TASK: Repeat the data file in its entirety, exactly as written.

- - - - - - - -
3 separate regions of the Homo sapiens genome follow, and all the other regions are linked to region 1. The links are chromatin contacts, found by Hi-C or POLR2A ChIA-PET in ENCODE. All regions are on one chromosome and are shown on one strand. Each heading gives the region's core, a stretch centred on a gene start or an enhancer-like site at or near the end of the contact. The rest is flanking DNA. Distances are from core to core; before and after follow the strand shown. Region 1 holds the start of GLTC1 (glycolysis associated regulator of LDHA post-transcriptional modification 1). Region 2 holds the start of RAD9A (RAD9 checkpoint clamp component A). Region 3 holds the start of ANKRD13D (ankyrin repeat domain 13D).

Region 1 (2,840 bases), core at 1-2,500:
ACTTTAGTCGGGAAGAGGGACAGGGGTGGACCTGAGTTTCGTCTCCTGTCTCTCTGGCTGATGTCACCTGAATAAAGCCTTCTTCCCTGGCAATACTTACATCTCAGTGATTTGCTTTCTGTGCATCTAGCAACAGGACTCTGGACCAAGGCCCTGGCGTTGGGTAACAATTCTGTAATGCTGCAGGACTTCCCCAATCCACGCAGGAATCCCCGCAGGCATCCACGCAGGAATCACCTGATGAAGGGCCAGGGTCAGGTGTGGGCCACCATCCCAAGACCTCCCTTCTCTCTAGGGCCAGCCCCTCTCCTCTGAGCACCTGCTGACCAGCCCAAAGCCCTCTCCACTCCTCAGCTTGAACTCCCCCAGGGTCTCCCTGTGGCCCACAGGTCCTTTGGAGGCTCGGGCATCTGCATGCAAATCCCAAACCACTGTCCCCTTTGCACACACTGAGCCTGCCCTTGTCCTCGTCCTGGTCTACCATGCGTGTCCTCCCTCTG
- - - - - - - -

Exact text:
3 separate regions of the Homo sapiens genome follow, and all the other regions are linked to region 1. The links are chromatin contacts, found by Hi-C or POLR2A ChIA-PET in ENCODE. All regions are on one chromosome and are shown on one strand. Each heading gives the region's core, a stretch centred on a gene start or an enhancer-like site at or near the end of the contact. The rest is flanking DNA. Distances are from core to core; before and after follow the strand shown. Region 1 holds the start of GLTC1 (glycolysis associated regulator of LDHA post-transcriptional modification 1). Region 2 holds the start of RAD9A (RAD9 checkpoint clamp component A). Region 3 holds the start of ANKRD13D (ankyrin repeat domain 13D).

Region 1 (2,840 bases), core at 1-2,500:
ACTTTAGTCGGGAAGAGGGACAGGGGTGGACCTGAGTTTCGTCTCCTGTCTCTCTGGCTGATGTCACCTGAATAAAGCCTTCTTCCCTGGCAATACTTACATCTCAGTGATTTGCTTTCTGTGCATCTAGCAACAGGACTCTGGACCAAGGCCCTGGCGTTGGGTAACAATTCTGTAATGCTGCAGGACTTCCCCAATCCACGCAGGAATCCCCGCAGGCATCCACGCAGGAATCACCTGATGAAGGGCCAGGGTCAGGTGTGGGCCACCATCCCAAGACCTCCCTTCTCTCTAGGGCCAGCCCCTCTCCTCTGAGCACCTGCTGACCAGCCCAAAGCCCTCTCCACTCCTCAGCTTGAACTCCCCCAGGGTCTCCCTGTGGCCCACAGGTCCTTTGGAGGCTCGGGCATCTGCATGCAAATCCCAAACCACTGTCCCCTTTGCACACACTGAGCCTGCCCTTGTCCTCGTCCTGGTCTACCATGCGTGTCCTCCCTCTG